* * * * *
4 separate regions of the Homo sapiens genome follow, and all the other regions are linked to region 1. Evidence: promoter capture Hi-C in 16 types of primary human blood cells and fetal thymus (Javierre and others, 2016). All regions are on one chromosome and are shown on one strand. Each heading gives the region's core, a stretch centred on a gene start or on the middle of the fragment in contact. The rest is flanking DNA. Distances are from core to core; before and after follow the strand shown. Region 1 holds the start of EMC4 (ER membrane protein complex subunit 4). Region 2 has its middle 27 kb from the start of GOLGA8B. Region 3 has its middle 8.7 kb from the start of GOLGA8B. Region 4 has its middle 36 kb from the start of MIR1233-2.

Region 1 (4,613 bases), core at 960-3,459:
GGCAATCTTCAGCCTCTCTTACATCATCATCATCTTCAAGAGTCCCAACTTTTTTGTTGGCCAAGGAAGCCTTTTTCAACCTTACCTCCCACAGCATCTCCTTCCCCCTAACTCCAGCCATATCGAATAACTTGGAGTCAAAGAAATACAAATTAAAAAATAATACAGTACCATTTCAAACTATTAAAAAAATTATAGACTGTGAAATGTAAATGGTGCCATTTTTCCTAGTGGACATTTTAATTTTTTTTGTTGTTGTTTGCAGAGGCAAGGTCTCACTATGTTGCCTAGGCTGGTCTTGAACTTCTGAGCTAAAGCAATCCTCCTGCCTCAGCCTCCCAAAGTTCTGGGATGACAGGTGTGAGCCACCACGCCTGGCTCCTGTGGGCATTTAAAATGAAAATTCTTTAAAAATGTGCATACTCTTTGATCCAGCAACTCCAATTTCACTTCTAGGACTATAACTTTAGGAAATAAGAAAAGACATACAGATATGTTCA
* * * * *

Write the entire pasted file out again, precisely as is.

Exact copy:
4 separate regions of the Homo sapiens genome follow, and all the other regions are linked to region 1. Evidence: promoter capture Hi-C in 16 types of primary human blood cells and fetal thymus (Javierre and others, 2016). All regions are on one chromosome and are shown on one strand. Each heading gives the region's core, a stretch centred on a gene start or on the middle of the fragment in contact. The rest is flanking DNA. Distances are from core to core; before and after follow the strand shown. Region 1 holds the start of EMC4 (ER membrane protein complex subunit 4). Region 2 has its middle 27 kb from the start of GOLGA8B. Region 3 has its middle 8.7 kb from the start of GOLGA8B. Region 4 has its middle 36 kb from the start of MIR1233-2.

Region 1 (4,613 bases), core at 960-3,459:
GGCAATCTTCAGCCTCTCTTACATCATCATCATCTTCAAGAGTCCCAACTTTTTTGTTGGCCAAGGAAGCCTTTTTCAACCTTACCTCCCACAGCATCTCCTTCCCCCTAACTCCAGCCATATCGAATAACTTGGAGTCAAAGAAATACAAATTAAAAAATAATACAGTACCATTTCAAACTATTAAAAAAATTATAGACTGTGAAATGTAAATGGTGCCATTTTTCCTAGTGGACATTTTAATTTTTTTTGTTGTTGTTTGCAGAGGCAAGGTCTCACTATGTTGCCTAGGCTGGTCTTGAACTTCTGAGCTAAAGCAATCCTCCTGCCTCAGCCTCCCAAAGTTCTGGGATGACAGGTGTGAGCCACCACGCCTGGCTCCTGTGGGCATTTAAAATGAAAATTCTTTAAAAATGTGCATACTCTTTGATCCAGCAACTCCAATTTCACTTCTAGGACTATAACTTTAGGAAATAAGAAAAGACATACAGATATGTTCA